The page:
Woods calls for runoff in Palm Beach Gardens City Council race

David Levy and Carl Woods ran for the Group 4 seat on Palm Beach Gardens City Council. Courtesy photos

David Levy and Carl Woods ran for the Group 4 seat on Palm Beach Gardens City Council. Courtesy photos

A retired Palm Beach Gardens police officer who challenged the incumbent vice mayor in his bid for re-election is demanding a runoff in the race.

Carl Woods’ campaign manager, Brian Smith, sent two cease and desist notices Tuesday afternoon. One demanded Palm Beach Gardens Supervisor of Elections Susan Bucher not certify a winner and set a run-off election for March 29. The other calls on Palm Beach Gardens Clerk Patricia Snider to avoid swearing in David Levy as councilman.

At issue is that at least two polling places didn’t have notices posted informing voters that a third candidate, Kevin Easton, had dropped out of the race after the ballots were printed. Easton, who encouraged his supporters to back Woods, secured more than 1,000 votes.

Levy secured about 400 more votes than Woods, according to unofficial results. Both had over 6,000 votes.

Bucher has said only two polling places were affected, and notice was posted at both by noon. The notice stated votes for Levy and Woods will count but votes for Easton would not. It also ran as a legal ad in The Palm Beach Post and on Palm Beach Gardens’ elections page on the city website.

Two attorneys said they didn’t know of any requirement in the law for Bucher to provide them at the polls.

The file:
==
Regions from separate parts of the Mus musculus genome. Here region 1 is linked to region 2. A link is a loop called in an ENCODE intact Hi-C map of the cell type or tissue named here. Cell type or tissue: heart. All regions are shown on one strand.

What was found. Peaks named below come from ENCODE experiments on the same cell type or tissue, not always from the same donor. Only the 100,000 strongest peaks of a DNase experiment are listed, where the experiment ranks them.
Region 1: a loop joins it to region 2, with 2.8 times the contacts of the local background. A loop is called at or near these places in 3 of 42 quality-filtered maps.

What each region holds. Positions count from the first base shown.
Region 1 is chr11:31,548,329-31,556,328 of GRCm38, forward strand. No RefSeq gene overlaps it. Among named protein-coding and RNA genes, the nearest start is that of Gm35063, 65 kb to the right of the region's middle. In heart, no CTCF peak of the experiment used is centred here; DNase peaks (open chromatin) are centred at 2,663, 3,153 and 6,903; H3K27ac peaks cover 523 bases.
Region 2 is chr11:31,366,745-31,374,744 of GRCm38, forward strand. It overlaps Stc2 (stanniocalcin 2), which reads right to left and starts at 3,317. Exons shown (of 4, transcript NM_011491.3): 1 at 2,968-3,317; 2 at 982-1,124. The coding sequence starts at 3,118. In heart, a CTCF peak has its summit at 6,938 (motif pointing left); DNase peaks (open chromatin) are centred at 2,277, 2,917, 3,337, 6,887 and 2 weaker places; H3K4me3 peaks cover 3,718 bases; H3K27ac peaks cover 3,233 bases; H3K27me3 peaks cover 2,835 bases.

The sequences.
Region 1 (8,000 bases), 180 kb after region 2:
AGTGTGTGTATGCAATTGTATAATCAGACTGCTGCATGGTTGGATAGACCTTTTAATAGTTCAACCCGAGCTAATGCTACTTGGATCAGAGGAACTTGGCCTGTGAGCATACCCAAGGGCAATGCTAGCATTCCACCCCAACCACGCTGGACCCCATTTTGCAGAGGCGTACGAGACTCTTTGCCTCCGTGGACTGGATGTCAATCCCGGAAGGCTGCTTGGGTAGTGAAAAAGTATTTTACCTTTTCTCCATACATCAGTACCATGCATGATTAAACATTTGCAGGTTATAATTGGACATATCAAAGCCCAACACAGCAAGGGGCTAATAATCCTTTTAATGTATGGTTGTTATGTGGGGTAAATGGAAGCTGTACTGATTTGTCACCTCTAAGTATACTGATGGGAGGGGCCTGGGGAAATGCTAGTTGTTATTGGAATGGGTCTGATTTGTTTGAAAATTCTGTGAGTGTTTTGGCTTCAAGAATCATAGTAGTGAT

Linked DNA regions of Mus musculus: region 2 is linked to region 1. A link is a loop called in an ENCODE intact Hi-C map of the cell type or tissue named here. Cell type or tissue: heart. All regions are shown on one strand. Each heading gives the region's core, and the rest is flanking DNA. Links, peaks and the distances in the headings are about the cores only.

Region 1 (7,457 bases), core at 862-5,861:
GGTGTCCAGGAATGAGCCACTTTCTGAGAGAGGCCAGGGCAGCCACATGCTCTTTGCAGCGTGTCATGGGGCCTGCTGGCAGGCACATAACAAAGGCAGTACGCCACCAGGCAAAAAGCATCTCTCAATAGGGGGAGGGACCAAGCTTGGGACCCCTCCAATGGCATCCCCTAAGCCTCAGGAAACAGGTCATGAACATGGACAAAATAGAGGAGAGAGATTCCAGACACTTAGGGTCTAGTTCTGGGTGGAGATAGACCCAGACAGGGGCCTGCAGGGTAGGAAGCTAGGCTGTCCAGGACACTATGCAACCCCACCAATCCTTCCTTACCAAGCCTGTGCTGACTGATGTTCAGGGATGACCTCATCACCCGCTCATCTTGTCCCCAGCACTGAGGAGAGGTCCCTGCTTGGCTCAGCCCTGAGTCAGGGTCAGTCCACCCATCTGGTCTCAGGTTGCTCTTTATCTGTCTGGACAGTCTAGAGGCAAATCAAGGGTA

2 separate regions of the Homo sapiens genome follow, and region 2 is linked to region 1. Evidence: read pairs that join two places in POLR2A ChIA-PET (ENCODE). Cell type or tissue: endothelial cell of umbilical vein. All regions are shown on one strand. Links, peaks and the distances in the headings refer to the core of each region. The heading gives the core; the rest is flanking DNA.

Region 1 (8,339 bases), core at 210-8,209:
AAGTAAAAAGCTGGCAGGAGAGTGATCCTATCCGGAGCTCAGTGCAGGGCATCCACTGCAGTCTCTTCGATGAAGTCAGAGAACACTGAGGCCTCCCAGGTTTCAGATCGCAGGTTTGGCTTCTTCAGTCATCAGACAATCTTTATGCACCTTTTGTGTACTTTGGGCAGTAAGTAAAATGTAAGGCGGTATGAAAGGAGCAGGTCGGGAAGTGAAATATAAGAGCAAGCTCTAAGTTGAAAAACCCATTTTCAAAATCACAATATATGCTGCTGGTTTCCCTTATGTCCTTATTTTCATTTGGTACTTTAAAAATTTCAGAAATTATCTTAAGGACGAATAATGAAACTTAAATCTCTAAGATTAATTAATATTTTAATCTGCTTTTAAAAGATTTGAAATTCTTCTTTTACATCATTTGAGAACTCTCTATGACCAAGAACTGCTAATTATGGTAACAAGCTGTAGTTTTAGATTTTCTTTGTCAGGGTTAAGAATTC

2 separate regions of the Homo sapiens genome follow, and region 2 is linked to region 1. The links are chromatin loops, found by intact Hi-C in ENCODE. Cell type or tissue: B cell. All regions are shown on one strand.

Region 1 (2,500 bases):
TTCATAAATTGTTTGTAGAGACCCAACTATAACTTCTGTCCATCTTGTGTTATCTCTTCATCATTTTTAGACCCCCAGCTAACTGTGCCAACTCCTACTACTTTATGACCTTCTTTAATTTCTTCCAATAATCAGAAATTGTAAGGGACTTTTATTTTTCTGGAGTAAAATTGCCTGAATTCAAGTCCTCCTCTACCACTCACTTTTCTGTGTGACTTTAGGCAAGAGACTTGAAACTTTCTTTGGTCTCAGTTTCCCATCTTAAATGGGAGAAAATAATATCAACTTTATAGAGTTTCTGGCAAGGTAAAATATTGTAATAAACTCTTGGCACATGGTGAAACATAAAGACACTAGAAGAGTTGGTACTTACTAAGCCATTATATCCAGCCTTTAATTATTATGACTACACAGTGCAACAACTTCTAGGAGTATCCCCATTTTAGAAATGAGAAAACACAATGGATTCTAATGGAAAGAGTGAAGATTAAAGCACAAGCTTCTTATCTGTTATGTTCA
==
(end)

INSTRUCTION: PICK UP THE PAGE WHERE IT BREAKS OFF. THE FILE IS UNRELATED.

Palm Beach Gardens’ charter states that a candidate must get the majority of the votes cast to be considered elected. Woods’ campaign is saying that should include the votes cast for Easton, because even though they don’t count, they were cast.

The majority is considered 50 percent plus one vote. If no candidate has a clear majority, the City Charter calls for a runoff election.

Bucher’s office doesn’t count votes for Easton and Takeata King Pang, who withdrew from a race for a different seat after the ballots were printed.

Tallahassee-based attorneys said Wednesday that Woods could have an uphill fight contesting the election, because the provisions for doing so in Florida law are fairly specific. Contests can be filed within 10 days after the results are certified.

Woods’ campaign is demanding Bucher stop all activities related to the certification of Levy as winner.

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Reasons for contesting an election are:

(a) Misconduct, fraud, or corruption on the part of any election official or any member of the canvassing board sufficient to change or place in doubt the result of the election.

(b) Ineligibility of the successful candidate for the nomination or office in dispute.

(c) Receipt of a number of illegal votes or rejection of a number of legal votes sufficient to change or place in doubt the result of the election.

(d) Proof that any elector, election official, or canvassing board member was given or offered a bribe or reward in money, property, or any other thing of value for the purpose of procuring the successful candidate’s nomination or election or determining the result on any question submitted by referendum.

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